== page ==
This is a big week in the march towards the UN Climate
Change Conference in Copenhagen in December, where world leaders are expected
to hammer out a new global treaty to address the problem. Today, President
Obama and other heads of state will meet in New York with UN Secretary General Ban
Ki-moon to discuss climate change; the subject is also likely to be high on the
agenda at the G20 meetings in Pittsburgh later this week.
Much of the focus this week and leading up to the meeting
in Copenhagen in December is on reducing the greenhouse gas emissions that
cause climate change: who should have to cut, by how much, and in what time
frame. We hear a lot about cap and trade, clean energy, promoting energy
efficiency, and other technological solutions. For years, reducing emissions
has been the focus of efforts to address climate change. But we know now that
reducing emissions is not enough: millions of lives are being upended by the
effects of changes in climate – food scarcity,
water scarcity, vulnerability to natural disasters and infectious diseases, and population displacement. Women and children are the most
vulnerable groups to climate change.
So how does
reproductive health fit into this picture? A new study by the UK-based Optimum Population Trust
and the London School of Economics shows the connection between contraceptives
and climate change. The study concludes that universal access to reproductive
health could be one of the most cost effective ways to reduce greenhouse gas
emissions by 2050. A Population Action International report from May detailed
how population dynamics, not just overall growth, contribute to climate
This helps to
broaden our thinking around the diversity of strategies that will be needed for
meaningful and lasting solutions to climate change. Investing in contraceptives
and reproductive health is about more than reducing emissions; it is also a
critical piece of reducing vulnerability and building resilience to the impacts
of climate change.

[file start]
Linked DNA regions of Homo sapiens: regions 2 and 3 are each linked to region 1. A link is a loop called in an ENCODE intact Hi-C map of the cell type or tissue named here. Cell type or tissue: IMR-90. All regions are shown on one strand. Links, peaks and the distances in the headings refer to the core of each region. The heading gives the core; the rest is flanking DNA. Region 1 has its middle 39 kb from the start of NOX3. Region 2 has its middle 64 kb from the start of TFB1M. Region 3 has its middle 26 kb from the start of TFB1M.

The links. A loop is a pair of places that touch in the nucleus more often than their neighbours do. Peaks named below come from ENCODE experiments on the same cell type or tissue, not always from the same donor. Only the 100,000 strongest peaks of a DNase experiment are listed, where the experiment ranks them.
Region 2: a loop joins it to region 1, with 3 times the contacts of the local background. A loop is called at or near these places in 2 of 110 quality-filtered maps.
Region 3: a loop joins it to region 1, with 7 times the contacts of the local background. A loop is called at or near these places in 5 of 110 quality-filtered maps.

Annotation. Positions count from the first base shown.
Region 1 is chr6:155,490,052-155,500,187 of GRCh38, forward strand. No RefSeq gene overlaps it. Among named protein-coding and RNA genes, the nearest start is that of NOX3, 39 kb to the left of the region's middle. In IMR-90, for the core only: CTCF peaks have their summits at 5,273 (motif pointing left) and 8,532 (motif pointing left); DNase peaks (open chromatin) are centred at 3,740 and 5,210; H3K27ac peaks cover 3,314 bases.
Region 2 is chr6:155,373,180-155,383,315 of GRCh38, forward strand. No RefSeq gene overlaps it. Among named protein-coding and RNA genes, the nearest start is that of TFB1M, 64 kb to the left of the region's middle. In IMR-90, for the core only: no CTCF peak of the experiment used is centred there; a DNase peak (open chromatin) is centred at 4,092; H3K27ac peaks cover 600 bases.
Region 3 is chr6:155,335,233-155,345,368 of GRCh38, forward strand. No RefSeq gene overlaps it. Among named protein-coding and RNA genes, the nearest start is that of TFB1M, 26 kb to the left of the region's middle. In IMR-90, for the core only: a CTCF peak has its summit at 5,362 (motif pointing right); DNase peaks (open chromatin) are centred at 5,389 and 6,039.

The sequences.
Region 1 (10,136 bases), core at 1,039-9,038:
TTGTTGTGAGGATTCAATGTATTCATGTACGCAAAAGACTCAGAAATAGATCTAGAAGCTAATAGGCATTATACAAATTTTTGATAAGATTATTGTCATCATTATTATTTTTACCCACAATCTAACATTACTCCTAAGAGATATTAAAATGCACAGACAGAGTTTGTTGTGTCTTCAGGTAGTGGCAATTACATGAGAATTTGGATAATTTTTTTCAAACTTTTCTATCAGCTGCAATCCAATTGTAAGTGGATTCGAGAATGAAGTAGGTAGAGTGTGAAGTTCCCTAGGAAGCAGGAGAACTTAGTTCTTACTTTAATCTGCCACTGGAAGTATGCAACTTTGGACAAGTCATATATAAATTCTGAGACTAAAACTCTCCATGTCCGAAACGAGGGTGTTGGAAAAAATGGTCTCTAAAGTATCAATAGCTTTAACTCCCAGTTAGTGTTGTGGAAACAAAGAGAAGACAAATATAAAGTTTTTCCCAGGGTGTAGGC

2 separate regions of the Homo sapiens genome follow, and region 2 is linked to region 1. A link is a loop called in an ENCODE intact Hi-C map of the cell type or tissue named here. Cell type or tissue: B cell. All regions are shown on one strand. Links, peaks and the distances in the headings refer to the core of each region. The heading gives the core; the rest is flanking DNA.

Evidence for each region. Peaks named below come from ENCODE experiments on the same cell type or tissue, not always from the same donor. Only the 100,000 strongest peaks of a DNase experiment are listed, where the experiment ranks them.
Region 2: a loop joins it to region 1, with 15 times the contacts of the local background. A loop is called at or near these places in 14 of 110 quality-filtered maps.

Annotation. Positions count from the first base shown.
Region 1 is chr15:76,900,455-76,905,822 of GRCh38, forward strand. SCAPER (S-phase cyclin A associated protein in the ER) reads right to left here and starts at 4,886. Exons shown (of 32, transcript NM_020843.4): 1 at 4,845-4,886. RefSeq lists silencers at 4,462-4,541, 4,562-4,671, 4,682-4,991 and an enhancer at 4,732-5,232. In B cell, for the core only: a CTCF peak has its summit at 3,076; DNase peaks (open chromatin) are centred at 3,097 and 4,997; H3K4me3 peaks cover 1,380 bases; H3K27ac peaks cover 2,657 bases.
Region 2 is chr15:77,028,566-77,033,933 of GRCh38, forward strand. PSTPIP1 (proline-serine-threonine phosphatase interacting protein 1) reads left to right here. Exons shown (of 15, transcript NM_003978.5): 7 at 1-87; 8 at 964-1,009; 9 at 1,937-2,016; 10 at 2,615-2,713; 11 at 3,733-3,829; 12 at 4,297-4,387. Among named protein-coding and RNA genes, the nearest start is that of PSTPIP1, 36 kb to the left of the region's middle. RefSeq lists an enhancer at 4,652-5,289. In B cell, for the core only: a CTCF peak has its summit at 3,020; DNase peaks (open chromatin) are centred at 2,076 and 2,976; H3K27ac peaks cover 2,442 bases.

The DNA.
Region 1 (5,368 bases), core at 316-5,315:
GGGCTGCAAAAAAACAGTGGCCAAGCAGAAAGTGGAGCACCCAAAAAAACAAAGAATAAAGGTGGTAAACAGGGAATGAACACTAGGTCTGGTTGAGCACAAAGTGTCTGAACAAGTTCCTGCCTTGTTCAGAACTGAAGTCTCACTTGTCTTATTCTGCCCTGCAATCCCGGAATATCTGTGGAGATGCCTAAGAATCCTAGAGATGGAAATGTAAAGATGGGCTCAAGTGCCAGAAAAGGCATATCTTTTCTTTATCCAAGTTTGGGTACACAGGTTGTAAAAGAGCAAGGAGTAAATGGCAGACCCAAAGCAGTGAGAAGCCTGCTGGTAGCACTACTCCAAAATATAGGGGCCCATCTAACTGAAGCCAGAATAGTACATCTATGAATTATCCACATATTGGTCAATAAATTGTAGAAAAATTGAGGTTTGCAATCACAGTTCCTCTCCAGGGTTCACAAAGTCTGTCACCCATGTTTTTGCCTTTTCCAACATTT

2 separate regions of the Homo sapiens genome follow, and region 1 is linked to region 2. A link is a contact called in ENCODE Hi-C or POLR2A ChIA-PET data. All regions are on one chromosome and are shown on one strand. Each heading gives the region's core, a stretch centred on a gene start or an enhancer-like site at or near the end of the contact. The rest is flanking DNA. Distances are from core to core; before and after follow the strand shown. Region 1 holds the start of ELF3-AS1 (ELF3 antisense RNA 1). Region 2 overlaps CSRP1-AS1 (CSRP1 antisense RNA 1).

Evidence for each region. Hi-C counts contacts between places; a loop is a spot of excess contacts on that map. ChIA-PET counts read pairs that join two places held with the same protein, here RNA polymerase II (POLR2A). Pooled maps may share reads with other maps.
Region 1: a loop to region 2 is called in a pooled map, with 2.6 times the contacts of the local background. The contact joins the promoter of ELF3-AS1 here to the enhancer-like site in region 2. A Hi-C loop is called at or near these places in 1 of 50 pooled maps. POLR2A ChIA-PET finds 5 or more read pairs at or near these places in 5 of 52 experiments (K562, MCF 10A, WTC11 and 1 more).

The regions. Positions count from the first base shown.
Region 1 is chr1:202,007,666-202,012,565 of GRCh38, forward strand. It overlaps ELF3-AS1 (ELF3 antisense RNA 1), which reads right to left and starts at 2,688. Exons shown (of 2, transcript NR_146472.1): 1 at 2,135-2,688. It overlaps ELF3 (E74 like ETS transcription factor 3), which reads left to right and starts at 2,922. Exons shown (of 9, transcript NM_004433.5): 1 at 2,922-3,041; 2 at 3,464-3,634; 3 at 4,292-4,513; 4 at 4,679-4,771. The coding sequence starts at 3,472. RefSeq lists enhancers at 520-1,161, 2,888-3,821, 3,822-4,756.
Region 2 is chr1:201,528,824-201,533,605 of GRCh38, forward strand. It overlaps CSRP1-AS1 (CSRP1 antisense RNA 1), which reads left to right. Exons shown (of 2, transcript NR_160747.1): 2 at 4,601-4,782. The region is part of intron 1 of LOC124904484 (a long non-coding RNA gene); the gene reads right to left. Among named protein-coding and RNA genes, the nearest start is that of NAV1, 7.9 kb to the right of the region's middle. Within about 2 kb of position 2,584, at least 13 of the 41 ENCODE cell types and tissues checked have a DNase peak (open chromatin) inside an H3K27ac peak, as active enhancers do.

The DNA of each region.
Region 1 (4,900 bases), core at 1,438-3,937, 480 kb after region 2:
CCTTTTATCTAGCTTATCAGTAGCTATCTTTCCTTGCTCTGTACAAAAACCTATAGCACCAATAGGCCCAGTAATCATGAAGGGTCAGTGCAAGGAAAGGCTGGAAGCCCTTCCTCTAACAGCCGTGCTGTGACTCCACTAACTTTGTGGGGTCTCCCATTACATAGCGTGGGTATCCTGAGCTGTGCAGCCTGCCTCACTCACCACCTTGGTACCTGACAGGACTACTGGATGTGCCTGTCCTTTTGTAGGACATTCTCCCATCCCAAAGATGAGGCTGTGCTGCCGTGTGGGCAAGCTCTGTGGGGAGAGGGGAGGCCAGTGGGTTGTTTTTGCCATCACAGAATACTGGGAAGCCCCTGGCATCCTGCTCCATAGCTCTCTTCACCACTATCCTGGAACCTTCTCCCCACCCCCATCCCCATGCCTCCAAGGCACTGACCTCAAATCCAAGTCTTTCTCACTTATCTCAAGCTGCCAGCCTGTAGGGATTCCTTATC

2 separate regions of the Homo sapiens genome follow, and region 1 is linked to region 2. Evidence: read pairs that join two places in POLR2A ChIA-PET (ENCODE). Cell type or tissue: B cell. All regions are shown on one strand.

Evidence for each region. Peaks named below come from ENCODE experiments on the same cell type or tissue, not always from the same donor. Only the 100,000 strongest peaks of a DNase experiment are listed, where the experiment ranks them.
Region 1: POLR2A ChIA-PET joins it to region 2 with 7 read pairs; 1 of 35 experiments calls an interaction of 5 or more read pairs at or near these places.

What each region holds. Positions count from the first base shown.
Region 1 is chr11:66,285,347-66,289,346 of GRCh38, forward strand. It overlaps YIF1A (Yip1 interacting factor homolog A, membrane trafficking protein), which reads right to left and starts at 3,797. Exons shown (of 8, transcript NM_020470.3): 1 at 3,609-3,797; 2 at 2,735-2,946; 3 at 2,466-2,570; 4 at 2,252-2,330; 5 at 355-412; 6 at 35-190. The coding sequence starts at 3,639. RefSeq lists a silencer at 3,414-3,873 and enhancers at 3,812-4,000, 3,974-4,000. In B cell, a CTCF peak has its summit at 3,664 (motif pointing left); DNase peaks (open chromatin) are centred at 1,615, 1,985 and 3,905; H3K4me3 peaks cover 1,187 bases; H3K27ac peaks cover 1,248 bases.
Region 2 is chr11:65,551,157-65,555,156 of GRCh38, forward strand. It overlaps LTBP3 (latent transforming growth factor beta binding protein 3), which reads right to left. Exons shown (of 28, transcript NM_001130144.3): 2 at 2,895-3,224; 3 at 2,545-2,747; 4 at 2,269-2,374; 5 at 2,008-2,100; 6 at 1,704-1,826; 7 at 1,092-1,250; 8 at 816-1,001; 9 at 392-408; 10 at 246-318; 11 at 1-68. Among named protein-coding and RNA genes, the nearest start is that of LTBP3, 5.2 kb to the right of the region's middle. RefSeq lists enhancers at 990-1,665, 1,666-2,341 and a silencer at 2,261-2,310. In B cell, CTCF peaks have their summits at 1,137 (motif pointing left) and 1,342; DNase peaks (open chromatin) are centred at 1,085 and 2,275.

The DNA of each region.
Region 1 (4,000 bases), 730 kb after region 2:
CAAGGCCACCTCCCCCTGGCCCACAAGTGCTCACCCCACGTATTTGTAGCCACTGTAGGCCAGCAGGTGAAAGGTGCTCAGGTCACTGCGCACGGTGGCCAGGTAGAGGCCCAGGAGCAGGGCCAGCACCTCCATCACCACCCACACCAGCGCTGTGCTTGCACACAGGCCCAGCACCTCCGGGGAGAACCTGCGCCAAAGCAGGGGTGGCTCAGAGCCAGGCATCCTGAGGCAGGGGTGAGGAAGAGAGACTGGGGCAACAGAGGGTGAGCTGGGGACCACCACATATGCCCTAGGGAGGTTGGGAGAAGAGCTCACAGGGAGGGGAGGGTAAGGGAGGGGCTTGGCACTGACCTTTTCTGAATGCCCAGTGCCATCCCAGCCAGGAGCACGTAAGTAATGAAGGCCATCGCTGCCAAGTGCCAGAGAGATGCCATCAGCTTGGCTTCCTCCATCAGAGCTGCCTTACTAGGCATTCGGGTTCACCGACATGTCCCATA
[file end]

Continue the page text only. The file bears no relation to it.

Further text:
Sex. Abortion. Parenthood. Power.
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This is true from
a demographic perspective, as well as at the individual and household
level. Rapid population growth can
exacerbate existing vulnerability to the impacts of climate change—for example,
population growth rates in highly vulnerable low elevation coastal zones in
Bangladesh and China are nearly twice as high as national averages; and in
Ethiopia, the combination of rapid population growth and climate-induced
declines in agricultural production will heighten food insecurity. At the
household level, a woman with access to reproductive health services is
healthier and has healthier children; she has greater opportunities to
diversify income sources; and she is more likely to be able safeguard herself
and her family in the event of disaster. All of these things contribute to
resilience in the face of the impacts of climate change.
Slowly but surely, the larger reproductive health and
rights community is paying attention to these important linkages in the lead up
to Copenhagen. In preparation for this week’s climate meeting at the UN, PAI’s
Dr. Karen Hardee participated in an event hosted by UNFPA to highlight this
critical but often overlooked aspect of climate change. Karen spoke of the link between meeting
needs for reproductive health and fostering resilience in countries hard hit by
the effects of climate change. She highlighted PAI’s recent working paper,
which examines national climate change adaptation plans for 41 least developed
countries. Not surprisingly, the vast majority of these plans identify rapid
population growth as a factor that exacerbates vulnerability in their
countries; unfortunately, only two propose adaptation projects that include
aspects of reproductive health.
Karen elaborated on these points in an interview with IPS in Pakistan. In a world
where 200 million women have an “unmet need” for family planning, increasing
access to contraceptive services can and should be one of the tools for
addressing the impacts of climate change.
As heads of state gather in NY and Pittsburgh this week
to discuss our climate future, they should broaden their view beyond the technological
fixes that will reduce greenhouse gas emissions, and remember the human face of
climate change—a face that is frequently female, and in need of fundamental
support that will enable her to take care of herself, her family, and our